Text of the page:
Week 1
• Class Introduction & Bridge, Adobe Camera Raw, Setup Interface, Cropping and Layers
Week 2
• Layer Tools, Masks, Selections, Clean-Up Tools and Shapes & Text
Week 3
• Smart Objects , Transforming, Actions, Filters and Editing Video
Week 4
• Custom Creative Effects, Natural Retouching, Portrait Workflow, Landscape Workflow, and Composite Workflow

Don’t let the many aspects of Photoshop® prevent you from maximizing your use of this amazing app. Blake will help you develop the confidence to use your imagination and create the images that you will be proud to share with your clients.

Software Used: Adobe® Photoshop® CC® 2018


Bootcamp Introduction
The Bridge Interface
Setting up Bridge
Overview of Bridge
Practical Application of Bridge
Introduction to Raw Editing
Setting up ACR Preferences & Interface
Global Tools Part 1
Global Tools Part 2
Local Tools
Introduction to the Photoshop Interface
Toolbars, Menus and Windows
Setup and Interface
Adobe Libraries
Saving Files
Introduction to Cropping
Cropping for Composition in ACR
Cropping for Composition in Photoshop
Cropping for the Subject in Post
Cropping for Print
Perspective Cropping in Photoshop
Introduction to Layers
Vector & Raster Layers Basics
Adjustment Layers in Photoshop
Organizing and Managing Layers
Introduction to Layer Tools and Blend Modes
Screen and Multiply and Overlay
Soft Light Blend Mode
Color and Luminosity Blend Modes
Color Burn and Color Dodge Blend Modes
Introduction to Layer Styles
Practical Application: Layer Tools
Introduction to Masks and Brushes
Brush Basics
Custom Brushes
Brush Mask: Vignettes
Brush Mask: Curves Dodge & Burn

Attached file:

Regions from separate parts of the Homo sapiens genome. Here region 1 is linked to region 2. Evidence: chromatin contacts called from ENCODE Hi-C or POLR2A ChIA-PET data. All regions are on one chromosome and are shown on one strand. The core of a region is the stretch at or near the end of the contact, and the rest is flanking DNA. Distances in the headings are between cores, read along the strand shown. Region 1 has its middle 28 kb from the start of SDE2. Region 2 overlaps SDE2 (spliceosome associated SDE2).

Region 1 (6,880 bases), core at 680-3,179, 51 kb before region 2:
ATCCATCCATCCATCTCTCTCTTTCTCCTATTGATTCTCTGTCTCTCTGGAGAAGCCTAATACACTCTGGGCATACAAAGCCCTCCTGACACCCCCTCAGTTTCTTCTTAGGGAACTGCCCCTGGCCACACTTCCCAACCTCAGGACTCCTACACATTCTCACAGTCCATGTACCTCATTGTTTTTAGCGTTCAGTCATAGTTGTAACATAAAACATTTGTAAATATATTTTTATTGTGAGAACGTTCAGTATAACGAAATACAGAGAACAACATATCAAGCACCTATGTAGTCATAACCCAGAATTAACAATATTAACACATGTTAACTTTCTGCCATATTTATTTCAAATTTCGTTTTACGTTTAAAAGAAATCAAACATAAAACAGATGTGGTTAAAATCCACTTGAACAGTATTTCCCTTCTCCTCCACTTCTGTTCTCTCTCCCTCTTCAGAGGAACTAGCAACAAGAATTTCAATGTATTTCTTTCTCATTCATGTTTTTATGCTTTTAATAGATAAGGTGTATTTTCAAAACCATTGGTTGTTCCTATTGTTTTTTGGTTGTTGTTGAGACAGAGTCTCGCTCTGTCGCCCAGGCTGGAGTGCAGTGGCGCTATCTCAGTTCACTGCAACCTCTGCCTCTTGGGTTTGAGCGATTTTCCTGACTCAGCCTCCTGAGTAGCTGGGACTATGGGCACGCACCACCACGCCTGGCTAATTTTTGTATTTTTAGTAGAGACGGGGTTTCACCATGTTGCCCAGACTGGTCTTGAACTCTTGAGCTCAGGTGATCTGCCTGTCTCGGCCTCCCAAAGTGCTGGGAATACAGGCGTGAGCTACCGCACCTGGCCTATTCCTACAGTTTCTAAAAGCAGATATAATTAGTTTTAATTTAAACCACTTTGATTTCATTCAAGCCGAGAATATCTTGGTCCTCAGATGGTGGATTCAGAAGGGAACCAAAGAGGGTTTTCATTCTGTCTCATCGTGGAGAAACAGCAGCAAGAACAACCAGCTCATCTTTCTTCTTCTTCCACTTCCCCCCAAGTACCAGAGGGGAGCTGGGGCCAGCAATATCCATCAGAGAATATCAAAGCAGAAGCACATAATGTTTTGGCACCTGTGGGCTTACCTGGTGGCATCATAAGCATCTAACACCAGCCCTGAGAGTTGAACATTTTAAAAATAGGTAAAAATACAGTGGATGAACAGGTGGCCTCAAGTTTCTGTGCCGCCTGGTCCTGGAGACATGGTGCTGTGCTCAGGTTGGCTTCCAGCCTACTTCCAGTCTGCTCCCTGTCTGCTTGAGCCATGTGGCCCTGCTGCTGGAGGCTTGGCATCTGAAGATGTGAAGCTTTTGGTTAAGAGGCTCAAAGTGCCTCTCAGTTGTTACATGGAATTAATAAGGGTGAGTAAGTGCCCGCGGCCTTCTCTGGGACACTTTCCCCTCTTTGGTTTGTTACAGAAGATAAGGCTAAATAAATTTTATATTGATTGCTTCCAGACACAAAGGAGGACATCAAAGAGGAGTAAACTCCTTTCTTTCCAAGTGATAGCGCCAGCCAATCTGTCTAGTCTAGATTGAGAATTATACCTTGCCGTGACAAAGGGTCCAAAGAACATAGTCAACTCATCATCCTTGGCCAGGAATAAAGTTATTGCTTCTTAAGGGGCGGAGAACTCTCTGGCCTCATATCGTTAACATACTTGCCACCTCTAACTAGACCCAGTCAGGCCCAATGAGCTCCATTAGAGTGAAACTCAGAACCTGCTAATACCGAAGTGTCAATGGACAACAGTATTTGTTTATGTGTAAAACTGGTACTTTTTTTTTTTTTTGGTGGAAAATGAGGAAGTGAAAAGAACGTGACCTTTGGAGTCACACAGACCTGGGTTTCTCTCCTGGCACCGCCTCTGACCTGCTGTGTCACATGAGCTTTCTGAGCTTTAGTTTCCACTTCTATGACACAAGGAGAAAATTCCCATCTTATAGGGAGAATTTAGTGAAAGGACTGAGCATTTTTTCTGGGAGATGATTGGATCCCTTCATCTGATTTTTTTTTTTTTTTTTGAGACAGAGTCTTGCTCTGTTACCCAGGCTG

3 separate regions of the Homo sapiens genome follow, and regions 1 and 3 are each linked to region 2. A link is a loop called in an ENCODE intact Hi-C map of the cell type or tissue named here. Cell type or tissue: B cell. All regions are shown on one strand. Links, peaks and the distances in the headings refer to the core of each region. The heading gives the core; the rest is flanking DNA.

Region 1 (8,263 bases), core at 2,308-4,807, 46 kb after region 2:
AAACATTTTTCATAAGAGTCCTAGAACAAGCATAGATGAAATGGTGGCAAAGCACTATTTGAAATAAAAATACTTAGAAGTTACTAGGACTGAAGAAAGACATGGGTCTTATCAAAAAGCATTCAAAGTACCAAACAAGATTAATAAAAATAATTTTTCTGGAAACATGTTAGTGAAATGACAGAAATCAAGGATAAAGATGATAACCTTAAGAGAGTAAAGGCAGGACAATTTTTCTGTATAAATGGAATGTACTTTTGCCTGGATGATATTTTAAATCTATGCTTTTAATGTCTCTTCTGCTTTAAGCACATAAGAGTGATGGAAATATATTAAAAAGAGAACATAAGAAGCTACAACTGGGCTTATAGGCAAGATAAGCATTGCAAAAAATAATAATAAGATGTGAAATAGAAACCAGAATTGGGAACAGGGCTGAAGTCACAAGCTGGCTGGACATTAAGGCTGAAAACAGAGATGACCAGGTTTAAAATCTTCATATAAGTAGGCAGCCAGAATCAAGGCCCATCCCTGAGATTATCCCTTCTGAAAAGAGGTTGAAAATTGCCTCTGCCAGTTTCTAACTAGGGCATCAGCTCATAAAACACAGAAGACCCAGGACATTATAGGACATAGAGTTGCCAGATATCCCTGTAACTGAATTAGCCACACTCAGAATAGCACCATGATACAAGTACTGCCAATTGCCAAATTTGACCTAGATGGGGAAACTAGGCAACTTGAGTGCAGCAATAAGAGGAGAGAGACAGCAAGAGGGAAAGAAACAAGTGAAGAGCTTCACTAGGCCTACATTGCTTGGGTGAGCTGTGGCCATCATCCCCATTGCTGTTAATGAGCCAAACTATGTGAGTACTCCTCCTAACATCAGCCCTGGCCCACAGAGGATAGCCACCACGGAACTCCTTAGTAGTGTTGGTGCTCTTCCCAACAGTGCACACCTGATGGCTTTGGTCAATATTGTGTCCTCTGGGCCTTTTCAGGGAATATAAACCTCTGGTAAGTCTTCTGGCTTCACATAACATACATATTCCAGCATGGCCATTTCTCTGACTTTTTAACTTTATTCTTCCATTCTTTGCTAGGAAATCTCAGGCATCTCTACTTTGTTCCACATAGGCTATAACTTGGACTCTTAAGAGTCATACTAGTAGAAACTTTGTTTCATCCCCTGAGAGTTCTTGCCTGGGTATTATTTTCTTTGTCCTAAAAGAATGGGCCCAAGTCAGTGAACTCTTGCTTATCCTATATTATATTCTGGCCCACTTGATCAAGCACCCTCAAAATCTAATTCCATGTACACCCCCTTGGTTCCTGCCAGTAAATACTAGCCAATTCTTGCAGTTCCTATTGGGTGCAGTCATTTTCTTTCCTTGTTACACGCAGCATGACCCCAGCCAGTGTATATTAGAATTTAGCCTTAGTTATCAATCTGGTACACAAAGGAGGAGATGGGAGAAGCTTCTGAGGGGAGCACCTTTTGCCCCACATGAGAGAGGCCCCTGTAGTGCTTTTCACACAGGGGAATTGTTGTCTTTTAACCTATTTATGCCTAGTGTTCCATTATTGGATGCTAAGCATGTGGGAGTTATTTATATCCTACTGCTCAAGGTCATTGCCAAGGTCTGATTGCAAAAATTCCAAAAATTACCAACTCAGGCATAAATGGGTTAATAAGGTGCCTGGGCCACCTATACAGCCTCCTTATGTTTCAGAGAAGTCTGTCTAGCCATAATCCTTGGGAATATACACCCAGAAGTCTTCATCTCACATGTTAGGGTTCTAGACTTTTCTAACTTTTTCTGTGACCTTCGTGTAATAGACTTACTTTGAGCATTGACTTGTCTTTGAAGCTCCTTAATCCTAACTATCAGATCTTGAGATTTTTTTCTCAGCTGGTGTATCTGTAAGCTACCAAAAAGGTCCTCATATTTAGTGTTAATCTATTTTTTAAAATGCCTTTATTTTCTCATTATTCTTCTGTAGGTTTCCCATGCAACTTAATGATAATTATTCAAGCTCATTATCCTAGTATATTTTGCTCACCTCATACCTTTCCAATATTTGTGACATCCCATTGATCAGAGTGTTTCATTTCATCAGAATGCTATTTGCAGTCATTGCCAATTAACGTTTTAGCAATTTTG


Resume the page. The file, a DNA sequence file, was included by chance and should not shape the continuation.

Brush Mask: Hue & Saturation
Mask Groups
Clipping Masks
Masking in Adobe Camera Raw
Practical Applications: Masks
Introduction to Selections
Basic Selection Tools
The Pen Tool
Masks from Selections
Selecting Subjects and Masking
Color Range Mask
Luminosity Masks Basics
Introduction to Cleanup Tools
Adobe Camera Raw
Healing and Spot Healing Brush
The Clone Stamp Tool
The Patch Tool
Content Aware Move Tool
Content Aware Fill
Custom Cleanup Selections
Introduction to Shapes and Text
Text Basics
Shape Basics
Adding Text to Pictures
Custom Water Marks
Introduction to Smart Objects
Smart Object Basics
Smart Objects and Filters
Smart Objects and Image Transformation
Smart Objects and Album Layouts
Smart Objects and Composites
Introduction to Image Transforming
ACR and Lens Correction
Photoshop and Lens Correction
The Warp Tool
Perspective Transformations
Introduction to Actions in Photoshop
Introduction to the Actions Panel Interface
Making Your First Action
Modifying Actions After You Record Them
Adding Stops to Actions
Conditional Actions
Actions that Communicate
Introduction to Filters
ACR as a Filter
Helpful Artistic Filters
Helpful Practical Filters
Sharpening with Filters
Rendering Trees
The Oil Paint and Add Noise Filters
Introduction to Editing Video
Timeline for Video
Cropping Video
Adjustment Layers and Video
Building Lookup Tables
Layers, Masking Video & Working with Type
ACR to Edit Video
Animated Gifs
Introduction to Creative Effects
Black, White, and Monochrome
Matte and Cinematic Effects